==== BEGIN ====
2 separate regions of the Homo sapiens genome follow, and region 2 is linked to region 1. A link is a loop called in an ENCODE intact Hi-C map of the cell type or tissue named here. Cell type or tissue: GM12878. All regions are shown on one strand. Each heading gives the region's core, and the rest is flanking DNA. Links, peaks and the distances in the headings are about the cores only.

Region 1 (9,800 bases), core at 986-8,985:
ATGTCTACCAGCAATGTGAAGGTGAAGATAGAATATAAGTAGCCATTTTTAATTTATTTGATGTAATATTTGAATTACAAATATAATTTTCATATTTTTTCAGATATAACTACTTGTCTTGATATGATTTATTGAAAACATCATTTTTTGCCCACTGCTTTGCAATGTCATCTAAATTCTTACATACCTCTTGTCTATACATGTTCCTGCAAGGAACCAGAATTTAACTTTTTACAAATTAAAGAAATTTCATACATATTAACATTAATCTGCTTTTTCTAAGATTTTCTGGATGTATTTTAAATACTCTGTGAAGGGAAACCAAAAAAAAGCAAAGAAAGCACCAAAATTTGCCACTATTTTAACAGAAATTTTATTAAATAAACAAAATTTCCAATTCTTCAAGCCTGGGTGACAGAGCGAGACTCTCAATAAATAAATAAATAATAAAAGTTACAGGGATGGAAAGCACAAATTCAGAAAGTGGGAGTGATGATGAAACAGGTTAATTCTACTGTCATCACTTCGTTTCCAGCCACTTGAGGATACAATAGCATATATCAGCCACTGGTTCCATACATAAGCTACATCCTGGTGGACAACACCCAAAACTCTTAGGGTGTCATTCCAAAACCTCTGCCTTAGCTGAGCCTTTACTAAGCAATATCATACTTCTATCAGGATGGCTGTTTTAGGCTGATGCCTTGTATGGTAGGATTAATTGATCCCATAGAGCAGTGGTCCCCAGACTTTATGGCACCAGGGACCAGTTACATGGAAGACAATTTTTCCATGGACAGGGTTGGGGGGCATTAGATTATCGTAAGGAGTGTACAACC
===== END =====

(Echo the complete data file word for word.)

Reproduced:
2 separate regions of the Homo sapiens genome follow, and region 2 is linked to region 1. A link is a loop called in an ENCODE intact Hi-C map of the cell type or tissue named here. Cell type or tissue: GM12878. All regions are shown on one strand. Each heading gives the region's core, and the rest is flanking DNA. Links, peaks and the distances in the headings are about the cores only.

Region 1 (9,800 bases), core at 986-8,985:
ATGTCTACCAGCAATGTGAAGGTGAAGATAGAATATAAGTAGCCATTTTTAATTTATTTGATGTAATATTTGAATTACAAATATAATTTTCATATTTTTTCAGATATAACTACTTGTCTTGATATGATTTATTGAAAACATCATTTTTTGCCCACTGCTTTGCAATGTCATCTAAATTCTTACATACCTCTTGTCTATACATGTTCCTGCAAGGAACCAGAATTTAACTTTTTACAAATTAAAGAAATTTCATACATATTAACATTAATCTGCTTTTTCTAAGATTTTCTGGATGTATTTTAAATACTCTGTGAAGGGAAACCAAAAAAAAGCAAAGAAAGCACCAAAATTTGCCACTATTTTAACAGAAATTTTATTAAATAAACAAAATTTCCAATTCTTCAAGCCTGGGTGACAGAGCGAGACTCTCAATAAATAAATAAATAATAAAAGTTACAGGGATGGAAAGCACAAATTCAGAAAGTGGGAGTGATGATGAAACAGGTTAATTCTACTGTCATCACTTCGTTTCCAGCCACTTGAGGATACAATAGCATATATCAGCCACTGGTTCCATACATAAGCTACATCCTGGTGGACAACACCCAAAACTCTTAGGGTGTCATTCCAAAACCTCTGCCTTAGCTGAGCCTTTACTAAGCAATATCATACTTCTATCAGGATGGCTGTTTTAGGCTGATGCCTTGTATGGTAGGATTAATTGATCCCATAGAGCAGTGGTCCCCAGACTTTATGGCACCAGGGACCAGTTACATGGAAGACAATTTTTCCATGGACAGGGTTGGGGGGCATTAGATTATCGTAAGGAGTGTACAACC